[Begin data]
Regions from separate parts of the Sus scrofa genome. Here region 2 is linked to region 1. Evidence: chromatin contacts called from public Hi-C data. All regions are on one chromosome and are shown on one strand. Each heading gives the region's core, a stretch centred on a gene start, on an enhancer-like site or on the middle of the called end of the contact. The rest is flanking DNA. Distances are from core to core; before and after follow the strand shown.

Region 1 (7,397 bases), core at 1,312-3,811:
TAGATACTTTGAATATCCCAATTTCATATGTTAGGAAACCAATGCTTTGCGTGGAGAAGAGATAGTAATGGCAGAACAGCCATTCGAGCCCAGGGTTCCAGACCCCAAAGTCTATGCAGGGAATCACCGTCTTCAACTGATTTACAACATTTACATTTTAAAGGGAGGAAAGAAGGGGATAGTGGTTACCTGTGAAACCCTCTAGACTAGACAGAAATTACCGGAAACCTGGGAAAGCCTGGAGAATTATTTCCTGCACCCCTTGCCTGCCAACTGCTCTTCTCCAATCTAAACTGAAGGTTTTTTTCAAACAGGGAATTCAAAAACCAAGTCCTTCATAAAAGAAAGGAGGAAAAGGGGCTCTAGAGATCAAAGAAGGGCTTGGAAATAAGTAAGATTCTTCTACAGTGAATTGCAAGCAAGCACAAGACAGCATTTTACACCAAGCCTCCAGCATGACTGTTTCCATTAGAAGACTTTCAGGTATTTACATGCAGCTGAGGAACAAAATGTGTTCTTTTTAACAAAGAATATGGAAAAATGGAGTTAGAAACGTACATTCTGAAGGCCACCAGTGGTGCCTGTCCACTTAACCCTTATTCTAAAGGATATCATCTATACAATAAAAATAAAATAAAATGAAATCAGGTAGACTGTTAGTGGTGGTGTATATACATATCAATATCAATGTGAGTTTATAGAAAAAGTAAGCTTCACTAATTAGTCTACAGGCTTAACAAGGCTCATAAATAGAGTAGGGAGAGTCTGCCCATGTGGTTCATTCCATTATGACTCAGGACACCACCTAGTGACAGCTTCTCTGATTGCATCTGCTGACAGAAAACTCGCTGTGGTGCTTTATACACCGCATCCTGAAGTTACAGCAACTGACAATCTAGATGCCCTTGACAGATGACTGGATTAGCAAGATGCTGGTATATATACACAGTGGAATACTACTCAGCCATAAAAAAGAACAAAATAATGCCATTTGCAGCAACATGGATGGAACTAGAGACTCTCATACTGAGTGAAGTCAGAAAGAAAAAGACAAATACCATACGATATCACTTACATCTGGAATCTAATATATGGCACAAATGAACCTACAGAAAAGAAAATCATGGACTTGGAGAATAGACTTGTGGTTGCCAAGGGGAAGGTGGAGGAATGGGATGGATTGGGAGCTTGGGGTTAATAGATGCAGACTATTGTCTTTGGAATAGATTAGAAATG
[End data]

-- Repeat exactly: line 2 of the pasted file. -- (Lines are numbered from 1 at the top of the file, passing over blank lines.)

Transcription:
Region 1 (7,397 bases), core at 1,312-3,811: